Called to Be Holy
by Peggy Musgrove
Paul told Timothy: “You are called to a holy life” (2 Timothy 1:9), and that’s what I was told when I committed my life to Jesus at age 19. I knew it was the right thing to do because of my teaching. I had no idea the meaning of living a holy life, though I’ve learned a lot in the last 65 years.
Through the centuries, the holy life has been defined in different ways. Some have denounced all worldly life and gone to the desert to pursue holiness. The extreme opposite position came from a young man of my acquaintance. Holiness, he explained, is our position in Christ that we have by faith. Therefore nothing we do or say is sinful because positionally, in Christ, we are holy.
As a wife and mom, I couldn’t escape to the desert. The other definition conflicted with my view of Scripture, so I have spent a lifetime in pursuit of the holy.
Early on, I found some basic principles which became spiritual habits of life - as basic as the health habits my mother taught me. You know - brush your teeth, eat vegetables and go to bed early.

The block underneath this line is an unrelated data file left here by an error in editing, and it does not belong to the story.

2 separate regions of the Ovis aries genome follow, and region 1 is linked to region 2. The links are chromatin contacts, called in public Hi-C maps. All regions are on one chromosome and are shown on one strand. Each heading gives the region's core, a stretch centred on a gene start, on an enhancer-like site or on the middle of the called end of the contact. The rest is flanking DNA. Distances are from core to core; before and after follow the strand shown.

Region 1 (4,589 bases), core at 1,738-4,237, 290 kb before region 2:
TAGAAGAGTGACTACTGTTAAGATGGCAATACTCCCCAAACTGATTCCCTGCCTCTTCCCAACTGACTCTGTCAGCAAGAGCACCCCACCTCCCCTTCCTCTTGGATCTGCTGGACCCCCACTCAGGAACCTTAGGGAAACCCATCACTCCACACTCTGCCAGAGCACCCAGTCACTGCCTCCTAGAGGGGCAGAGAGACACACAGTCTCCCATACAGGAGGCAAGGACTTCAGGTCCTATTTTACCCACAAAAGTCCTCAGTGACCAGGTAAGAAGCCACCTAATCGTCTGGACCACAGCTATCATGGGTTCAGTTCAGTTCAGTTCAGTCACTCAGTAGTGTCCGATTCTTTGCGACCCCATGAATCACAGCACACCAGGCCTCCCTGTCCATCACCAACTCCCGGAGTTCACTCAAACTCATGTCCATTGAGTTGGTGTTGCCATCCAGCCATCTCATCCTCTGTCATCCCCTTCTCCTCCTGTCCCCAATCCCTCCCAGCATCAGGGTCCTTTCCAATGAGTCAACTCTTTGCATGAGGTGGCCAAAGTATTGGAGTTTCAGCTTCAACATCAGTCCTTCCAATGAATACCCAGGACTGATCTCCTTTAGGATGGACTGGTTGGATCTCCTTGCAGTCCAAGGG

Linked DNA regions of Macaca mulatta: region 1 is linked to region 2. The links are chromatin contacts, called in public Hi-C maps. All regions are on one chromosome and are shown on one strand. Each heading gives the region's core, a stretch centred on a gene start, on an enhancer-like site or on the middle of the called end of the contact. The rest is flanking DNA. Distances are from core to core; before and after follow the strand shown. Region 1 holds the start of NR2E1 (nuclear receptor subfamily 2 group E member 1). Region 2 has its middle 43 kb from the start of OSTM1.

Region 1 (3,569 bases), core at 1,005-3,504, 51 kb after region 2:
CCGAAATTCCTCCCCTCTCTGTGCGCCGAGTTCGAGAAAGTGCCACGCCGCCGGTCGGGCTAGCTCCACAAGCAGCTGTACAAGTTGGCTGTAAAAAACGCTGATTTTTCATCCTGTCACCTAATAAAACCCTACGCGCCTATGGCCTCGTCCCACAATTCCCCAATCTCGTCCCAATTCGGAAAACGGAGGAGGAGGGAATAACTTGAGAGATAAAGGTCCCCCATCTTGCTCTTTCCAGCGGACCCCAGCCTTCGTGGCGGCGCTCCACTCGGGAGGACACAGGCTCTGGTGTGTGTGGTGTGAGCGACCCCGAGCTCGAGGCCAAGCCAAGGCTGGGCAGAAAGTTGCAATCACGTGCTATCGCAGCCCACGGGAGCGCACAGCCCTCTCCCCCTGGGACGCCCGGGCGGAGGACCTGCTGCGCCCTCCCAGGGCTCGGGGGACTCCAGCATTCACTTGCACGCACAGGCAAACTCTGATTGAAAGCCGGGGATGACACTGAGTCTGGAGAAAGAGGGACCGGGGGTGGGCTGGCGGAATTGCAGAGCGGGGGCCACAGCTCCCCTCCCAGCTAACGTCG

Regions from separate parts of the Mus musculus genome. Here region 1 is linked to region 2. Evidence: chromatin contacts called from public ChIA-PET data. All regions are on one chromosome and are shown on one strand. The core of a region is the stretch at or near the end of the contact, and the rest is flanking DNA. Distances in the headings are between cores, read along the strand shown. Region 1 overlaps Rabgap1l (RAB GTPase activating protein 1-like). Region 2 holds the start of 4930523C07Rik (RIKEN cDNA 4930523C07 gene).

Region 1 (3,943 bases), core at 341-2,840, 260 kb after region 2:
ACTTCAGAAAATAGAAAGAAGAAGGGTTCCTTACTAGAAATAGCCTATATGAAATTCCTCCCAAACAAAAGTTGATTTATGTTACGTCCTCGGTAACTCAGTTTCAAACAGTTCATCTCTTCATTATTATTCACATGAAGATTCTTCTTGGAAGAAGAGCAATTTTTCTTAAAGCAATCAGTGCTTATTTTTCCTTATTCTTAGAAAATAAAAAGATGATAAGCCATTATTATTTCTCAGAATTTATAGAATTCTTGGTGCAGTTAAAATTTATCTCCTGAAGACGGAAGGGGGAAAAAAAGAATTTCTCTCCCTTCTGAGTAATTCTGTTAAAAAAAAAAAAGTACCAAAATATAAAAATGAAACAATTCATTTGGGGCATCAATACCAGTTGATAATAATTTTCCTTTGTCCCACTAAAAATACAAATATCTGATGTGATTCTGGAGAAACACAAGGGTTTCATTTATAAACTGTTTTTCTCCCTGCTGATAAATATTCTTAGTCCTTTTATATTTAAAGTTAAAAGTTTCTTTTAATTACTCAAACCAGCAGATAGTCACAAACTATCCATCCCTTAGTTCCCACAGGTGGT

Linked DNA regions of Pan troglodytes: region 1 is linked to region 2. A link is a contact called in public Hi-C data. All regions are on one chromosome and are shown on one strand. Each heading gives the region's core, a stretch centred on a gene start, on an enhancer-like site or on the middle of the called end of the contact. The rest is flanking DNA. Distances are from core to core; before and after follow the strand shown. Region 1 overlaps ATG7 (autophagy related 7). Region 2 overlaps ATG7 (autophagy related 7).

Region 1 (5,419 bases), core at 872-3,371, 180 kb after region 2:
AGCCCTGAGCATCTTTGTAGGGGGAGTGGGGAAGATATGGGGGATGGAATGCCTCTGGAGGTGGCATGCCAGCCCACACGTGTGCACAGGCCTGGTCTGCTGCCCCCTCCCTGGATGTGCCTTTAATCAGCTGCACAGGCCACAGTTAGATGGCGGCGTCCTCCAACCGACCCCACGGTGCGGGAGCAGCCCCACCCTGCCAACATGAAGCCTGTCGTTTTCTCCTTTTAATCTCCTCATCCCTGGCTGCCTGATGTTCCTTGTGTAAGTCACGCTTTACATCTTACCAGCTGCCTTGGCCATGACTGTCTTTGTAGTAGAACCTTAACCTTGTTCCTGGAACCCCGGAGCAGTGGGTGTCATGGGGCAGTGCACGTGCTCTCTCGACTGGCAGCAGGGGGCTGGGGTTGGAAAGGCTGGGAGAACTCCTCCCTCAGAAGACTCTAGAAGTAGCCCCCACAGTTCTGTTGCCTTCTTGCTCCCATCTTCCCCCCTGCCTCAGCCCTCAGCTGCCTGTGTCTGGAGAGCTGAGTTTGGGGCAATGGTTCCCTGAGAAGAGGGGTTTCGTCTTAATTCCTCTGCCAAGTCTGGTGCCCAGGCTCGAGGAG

So many years have passed, I don’t remember when I developed my habit of personal Bible study. But this habit has been the foundation of my life, not only spiritually, but also mentally and relationally. The Bible teaches us how to prepare for eternity, and how to live while we are still on this planet.
As the Word became alive in my life, the desire to talk with God emerged. My personal prayer life began with prayers as simple as a baby’s first sounding of syllables. I truly did not know how to pray - but as I have continued this holy habit, God has been faithful to hear and respond.
These two habits are the “brush your teeth, eat your vegetables” of the spiritual life. When these habits become habitual, we develop other holy habits. We become sharing people--tithing and giving to the needy; we become communal people—worshipping and sharing life with other believers; we become caring people—involved in evangelism and outreach; we become hopeful people—living for both time and eternity.
I have learned the constant vigilance needed after making our habits habitual. We can become so accustomed to spiritual routines we do them without involving our mind and heart. We see this in Scripture; we have seen it in ourselves and others. For this reason I Corinthians 11:28 instructs us to examine ourselves when we take communion—a holy habit to see that are other holy habits are still holy!